During his visit to the Northern Jesuit Province of Poland, Father General met with the team of Jesuits working in Denmark. This is a country where Protestantism has had strong roots since the Reformation in 1537. However, religious freedom – with the possibility for Catholics to practice their faith – was proclaimed in 1848. In 1870, the first official Jesuit institutions were established in Denmark. Most of the Jesuits came from Germany, having been expelled from their country by Bismarck. Until 2016, German Jesuits were responsible for the mission. Now Denmark is the responsibility of the North Polish Province, although now the members of the pastoral team in Denmark come from both Polish Provinces.
From the very start until the present, the Society of Jesus has been involved in two core fields: education and parish ministry. Copenhagen and Aarhus (the second largest city in Denmark) have been the two centers of Jesuit presence in the country. However, a number of the brothers have also worked in diocesan parishes outside of these two cities. For 30 years, from 1965 to 1995, the bishop of Copenhagen was a Jesuit: Hans Ludvig Martensen.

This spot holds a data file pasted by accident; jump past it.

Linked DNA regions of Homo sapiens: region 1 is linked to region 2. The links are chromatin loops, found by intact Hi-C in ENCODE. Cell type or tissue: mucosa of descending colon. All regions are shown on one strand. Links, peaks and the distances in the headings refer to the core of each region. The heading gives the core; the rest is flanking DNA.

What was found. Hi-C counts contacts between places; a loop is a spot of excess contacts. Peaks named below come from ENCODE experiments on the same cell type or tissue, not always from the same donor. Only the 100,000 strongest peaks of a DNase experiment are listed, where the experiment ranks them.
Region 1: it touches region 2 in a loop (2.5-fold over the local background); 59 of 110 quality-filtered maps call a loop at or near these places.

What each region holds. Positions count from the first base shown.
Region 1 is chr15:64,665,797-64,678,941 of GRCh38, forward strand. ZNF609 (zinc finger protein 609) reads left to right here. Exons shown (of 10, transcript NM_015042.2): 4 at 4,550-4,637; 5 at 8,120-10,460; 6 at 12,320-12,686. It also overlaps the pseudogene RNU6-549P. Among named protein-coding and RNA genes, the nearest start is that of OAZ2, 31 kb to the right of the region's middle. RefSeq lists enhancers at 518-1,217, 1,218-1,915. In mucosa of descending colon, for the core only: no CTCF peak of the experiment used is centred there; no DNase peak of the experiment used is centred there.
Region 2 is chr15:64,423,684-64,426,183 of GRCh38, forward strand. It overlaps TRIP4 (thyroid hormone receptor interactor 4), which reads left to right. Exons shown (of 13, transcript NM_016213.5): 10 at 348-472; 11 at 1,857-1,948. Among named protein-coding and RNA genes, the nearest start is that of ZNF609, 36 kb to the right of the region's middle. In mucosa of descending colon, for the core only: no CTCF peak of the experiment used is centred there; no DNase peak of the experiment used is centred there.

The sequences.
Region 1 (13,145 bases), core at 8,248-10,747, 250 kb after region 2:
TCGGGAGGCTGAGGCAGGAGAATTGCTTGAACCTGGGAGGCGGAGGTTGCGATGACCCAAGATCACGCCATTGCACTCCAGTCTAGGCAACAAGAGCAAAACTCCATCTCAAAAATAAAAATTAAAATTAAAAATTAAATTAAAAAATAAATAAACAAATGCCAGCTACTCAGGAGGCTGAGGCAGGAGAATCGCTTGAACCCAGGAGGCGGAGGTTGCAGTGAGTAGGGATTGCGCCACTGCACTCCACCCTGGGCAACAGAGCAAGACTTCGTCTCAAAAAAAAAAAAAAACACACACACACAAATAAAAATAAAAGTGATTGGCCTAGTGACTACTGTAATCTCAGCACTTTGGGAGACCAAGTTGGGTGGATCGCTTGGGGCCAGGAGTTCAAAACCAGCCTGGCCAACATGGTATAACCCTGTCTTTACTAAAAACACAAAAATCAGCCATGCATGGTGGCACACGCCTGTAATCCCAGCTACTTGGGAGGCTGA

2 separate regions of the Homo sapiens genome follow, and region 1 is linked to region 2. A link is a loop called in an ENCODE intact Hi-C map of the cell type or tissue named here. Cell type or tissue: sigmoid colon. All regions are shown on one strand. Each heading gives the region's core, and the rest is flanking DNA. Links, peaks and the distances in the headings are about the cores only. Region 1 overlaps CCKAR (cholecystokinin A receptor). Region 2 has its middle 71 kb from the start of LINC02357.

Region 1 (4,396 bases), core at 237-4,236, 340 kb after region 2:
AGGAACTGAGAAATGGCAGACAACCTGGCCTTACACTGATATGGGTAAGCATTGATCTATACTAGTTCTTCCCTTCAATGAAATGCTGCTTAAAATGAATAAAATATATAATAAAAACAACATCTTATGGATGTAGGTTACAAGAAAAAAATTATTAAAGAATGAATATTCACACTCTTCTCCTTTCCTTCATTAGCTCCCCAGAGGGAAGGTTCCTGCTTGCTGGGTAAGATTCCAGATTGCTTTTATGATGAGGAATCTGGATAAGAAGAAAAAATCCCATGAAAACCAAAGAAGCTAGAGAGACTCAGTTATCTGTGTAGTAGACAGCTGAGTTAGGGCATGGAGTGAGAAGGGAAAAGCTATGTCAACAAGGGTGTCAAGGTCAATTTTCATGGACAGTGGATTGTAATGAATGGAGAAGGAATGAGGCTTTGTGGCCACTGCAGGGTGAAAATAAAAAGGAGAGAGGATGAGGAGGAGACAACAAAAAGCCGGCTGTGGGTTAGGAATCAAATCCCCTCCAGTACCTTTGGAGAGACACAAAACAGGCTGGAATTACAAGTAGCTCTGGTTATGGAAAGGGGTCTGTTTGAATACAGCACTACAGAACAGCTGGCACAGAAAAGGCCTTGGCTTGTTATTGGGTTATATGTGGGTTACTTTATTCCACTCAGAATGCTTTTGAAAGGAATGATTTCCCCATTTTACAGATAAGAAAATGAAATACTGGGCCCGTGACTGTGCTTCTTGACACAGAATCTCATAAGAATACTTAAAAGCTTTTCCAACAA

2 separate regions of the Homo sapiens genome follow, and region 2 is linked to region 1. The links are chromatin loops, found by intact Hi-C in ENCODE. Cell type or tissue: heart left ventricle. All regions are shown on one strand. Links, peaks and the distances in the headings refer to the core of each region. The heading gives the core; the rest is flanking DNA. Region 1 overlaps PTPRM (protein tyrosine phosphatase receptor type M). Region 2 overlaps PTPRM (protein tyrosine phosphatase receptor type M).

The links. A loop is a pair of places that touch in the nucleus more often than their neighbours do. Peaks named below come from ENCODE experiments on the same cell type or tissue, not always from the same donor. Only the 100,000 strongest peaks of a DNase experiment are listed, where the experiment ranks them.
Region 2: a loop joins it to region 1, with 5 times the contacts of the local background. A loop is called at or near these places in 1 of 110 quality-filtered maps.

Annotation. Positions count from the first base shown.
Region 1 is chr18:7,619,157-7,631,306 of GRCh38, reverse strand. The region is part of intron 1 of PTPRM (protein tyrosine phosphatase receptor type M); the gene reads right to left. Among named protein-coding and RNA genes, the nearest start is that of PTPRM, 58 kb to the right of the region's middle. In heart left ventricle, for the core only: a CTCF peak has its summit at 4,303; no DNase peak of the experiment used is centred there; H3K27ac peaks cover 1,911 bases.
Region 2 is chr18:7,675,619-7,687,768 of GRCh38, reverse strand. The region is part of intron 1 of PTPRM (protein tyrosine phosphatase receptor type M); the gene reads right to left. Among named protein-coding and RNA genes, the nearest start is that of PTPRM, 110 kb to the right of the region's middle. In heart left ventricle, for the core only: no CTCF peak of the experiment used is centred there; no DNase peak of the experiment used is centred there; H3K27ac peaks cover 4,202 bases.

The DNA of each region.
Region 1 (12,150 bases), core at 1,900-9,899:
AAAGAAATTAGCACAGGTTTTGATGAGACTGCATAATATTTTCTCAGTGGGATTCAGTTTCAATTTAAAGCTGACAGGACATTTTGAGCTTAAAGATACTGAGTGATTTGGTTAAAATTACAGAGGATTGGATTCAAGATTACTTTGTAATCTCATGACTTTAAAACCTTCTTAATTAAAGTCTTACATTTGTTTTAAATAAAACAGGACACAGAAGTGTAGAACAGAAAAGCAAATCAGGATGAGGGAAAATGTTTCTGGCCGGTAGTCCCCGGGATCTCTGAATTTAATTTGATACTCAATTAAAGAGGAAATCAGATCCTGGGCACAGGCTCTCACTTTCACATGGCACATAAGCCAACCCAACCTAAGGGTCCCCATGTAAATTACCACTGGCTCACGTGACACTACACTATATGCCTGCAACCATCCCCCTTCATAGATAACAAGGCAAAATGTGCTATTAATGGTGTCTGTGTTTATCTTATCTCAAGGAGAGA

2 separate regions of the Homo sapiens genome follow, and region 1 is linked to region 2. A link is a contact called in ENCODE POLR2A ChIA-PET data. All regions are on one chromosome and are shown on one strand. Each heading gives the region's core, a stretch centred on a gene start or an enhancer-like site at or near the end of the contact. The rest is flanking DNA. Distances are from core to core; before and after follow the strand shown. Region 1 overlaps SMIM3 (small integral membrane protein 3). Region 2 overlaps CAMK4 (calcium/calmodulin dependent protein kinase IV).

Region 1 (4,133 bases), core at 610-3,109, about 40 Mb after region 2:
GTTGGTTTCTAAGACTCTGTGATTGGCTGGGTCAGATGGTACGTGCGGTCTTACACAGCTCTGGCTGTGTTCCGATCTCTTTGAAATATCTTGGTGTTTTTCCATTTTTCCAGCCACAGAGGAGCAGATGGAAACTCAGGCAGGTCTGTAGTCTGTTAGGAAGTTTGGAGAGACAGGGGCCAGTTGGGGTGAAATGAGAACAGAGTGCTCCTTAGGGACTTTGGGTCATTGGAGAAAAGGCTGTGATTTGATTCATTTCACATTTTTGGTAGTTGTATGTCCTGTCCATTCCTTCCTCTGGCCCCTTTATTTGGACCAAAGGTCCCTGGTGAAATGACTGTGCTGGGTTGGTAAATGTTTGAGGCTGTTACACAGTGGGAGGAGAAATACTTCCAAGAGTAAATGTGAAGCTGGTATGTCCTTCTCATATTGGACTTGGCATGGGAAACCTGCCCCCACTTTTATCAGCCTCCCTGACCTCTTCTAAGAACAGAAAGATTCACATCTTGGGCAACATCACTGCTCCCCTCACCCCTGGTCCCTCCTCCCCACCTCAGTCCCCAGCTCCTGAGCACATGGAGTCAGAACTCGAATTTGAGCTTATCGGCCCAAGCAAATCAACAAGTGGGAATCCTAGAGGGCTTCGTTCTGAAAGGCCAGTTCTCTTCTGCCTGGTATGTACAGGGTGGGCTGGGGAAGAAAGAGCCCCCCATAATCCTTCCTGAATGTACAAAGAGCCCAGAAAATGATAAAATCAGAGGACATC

In Copenhagen, the Society took care of a parish in the city center, as well as of a school that has changed its location a number of times over the years. In Aarhus the Jesuits established a parish church and a school. In both places, some Jesuits have been active in universities in a variety of ways. This is in line with our traditional mission – reinforced now as one of the Universal Apostolic Preference – of accompanying young people wherever they are assigned.
Today, there are eight Jesuits in Denmark. The community in Copenhagen is associated with the Jesuit high school, Niels Steensens Gymnasium, with its 680 students. The Jesuits offer pastoral care to these students, as well as to international students studying in Copenhagen. There is also a small Polish community of expat families to whom the Jesuits minister. As part of the youth ministry, there are two dormitories for Catholic students within the Jesuit compound.
The community of Aarhus, a city of 340,000 inhabitants, takes responsibility for the biggest Catholic parish of the country. Officially, it has some 4,000 registered members, but the real number may be much higher, as many as 10,000, for registration is not mandatory. The parish community of Aarhus has three worship centers, including one on the island of Samsø. The parish’s members come from over 80 different nationalities, and they form a multilingual and multicultural mosaic. Special attention is given to the Catholic students at Aarhus University - the largest higher education institution in Denmark. The 450 students of St. Kanutes school are also a focus of the Jesuits’ work.
Watch an interview with two Jesuits working in Denmark.